Growing Up – Violence
“Growing Up” is a short story written by Joyce Cary. The short story is about a father who comes home to his children and wife after a long work related vacation, but neither the children nor the wife is quite how he remembers them. The genre of this particular short story is realism, violence, development and or puberty. The aspect of realism in the short story is shown by how the children behave themselves. The children in the short story have gone through a development and or puberty in the past couple of years and now, Robert Quick the main character of the short story is beginning to notice. This development and realism aspect can be found in this paragraph:”Having reached this superior position she poked the plaster.” (Page 71. Line 28). This paragraph indicates that, the narrator and main characters daughter Jenny, has progressed, she is not just a child anymore. Jenny wants to be taking seriously and she has become a caretaker and more of an equal individual. The realism can be seen in the same paragraph because, for Jenny and for many other preteen girls this is how they will react to the situation at hand. That exact way of dealing with an issue does not seem unrealistic for a girl her age. Violence is also a genre in the short story. The violence in the short story makes the reader aware that Robert Quick’s children are not so innocent, sweet, childlike, naive, guiltless, uncomplicated, and straightforward as we are lead to believe that they are. The paragraph that expresses the loss of Quick’s daughters’ childish innocence is best presented by these lines:”Her face, close to his own, was that of a homicidal maniac.” (Page 68. Line 25). This behaviour is expressing something that Quick has never seen in his children before and he finds it frightening and wrong, but in the end he realise that it is just a step on the way to becoming a more accomplished individual and human being. The choice of genre in the short story makes the...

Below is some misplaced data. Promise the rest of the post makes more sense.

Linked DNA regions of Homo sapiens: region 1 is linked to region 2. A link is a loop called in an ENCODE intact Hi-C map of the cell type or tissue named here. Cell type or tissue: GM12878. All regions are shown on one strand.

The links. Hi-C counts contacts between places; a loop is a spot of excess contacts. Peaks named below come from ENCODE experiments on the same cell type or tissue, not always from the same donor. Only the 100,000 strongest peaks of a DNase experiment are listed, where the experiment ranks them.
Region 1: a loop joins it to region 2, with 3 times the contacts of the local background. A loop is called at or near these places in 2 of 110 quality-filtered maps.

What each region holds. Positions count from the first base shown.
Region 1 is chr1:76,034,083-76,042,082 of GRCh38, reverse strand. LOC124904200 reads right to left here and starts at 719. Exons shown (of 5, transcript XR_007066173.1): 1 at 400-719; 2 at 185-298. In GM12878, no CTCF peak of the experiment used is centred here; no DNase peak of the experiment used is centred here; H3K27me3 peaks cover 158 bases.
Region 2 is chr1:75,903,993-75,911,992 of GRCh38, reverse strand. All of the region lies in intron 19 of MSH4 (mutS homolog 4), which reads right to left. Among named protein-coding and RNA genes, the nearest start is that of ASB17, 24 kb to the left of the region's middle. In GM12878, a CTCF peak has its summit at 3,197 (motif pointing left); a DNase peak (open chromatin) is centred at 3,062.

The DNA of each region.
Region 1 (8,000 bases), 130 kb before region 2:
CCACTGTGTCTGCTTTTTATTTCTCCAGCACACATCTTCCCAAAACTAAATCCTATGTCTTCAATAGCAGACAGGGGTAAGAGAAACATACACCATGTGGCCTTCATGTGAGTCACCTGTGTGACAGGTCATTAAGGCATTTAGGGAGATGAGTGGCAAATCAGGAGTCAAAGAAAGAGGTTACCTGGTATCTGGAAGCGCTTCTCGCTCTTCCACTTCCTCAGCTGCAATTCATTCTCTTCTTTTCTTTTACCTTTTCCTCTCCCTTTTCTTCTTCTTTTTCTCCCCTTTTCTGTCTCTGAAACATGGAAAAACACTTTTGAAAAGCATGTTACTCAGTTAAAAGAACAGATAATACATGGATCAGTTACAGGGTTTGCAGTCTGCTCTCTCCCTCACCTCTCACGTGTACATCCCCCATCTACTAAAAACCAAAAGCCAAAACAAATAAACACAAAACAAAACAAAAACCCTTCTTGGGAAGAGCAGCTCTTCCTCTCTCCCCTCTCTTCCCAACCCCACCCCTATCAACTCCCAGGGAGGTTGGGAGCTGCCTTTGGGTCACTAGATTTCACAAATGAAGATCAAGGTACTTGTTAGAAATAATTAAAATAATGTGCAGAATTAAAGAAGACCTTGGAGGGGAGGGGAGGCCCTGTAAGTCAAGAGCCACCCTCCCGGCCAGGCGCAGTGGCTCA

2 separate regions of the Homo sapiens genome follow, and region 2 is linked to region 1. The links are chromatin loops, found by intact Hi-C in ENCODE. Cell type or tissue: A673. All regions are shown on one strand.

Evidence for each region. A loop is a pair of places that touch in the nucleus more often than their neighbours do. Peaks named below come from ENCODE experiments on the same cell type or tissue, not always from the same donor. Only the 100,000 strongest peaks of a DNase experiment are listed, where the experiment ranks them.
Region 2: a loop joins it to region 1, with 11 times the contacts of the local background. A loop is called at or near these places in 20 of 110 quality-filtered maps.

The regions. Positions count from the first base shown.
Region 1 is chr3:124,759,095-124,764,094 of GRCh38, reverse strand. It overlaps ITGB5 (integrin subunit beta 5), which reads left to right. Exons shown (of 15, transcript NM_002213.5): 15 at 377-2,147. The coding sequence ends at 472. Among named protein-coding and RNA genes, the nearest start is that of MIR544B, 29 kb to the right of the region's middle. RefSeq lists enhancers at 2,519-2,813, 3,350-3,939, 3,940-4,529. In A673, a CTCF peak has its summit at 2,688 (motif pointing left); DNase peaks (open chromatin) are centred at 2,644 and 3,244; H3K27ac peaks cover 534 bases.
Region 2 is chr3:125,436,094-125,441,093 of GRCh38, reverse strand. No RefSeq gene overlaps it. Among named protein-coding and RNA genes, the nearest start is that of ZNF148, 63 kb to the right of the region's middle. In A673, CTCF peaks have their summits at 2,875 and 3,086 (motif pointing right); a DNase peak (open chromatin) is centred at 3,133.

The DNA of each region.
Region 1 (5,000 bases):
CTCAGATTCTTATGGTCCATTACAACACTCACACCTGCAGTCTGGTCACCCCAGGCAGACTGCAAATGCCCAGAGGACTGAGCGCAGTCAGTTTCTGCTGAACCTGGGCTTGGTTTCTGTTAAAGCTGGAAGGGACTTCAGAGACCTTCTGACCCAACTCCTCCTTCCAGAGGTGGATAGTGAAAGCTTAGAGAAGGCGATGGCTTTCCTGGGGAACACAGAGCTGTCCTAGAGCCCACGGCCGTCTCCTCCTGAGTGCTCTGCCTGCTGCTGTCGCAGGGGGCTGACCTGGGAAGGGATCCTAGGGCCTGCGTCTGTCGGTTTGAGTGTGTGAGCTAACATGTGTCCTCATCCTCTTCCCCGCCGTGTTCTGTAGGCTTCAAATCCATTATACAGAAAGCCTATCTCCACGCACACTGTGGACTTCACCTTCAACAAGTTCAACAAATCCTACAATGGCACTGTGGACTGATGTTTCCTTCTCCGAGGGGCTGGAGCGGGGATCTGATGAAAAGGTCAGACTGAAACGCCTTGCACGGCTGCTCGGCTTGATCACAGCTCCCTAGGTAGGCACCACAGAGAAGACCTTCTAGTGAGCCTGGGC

Please join StudyMode to read the full document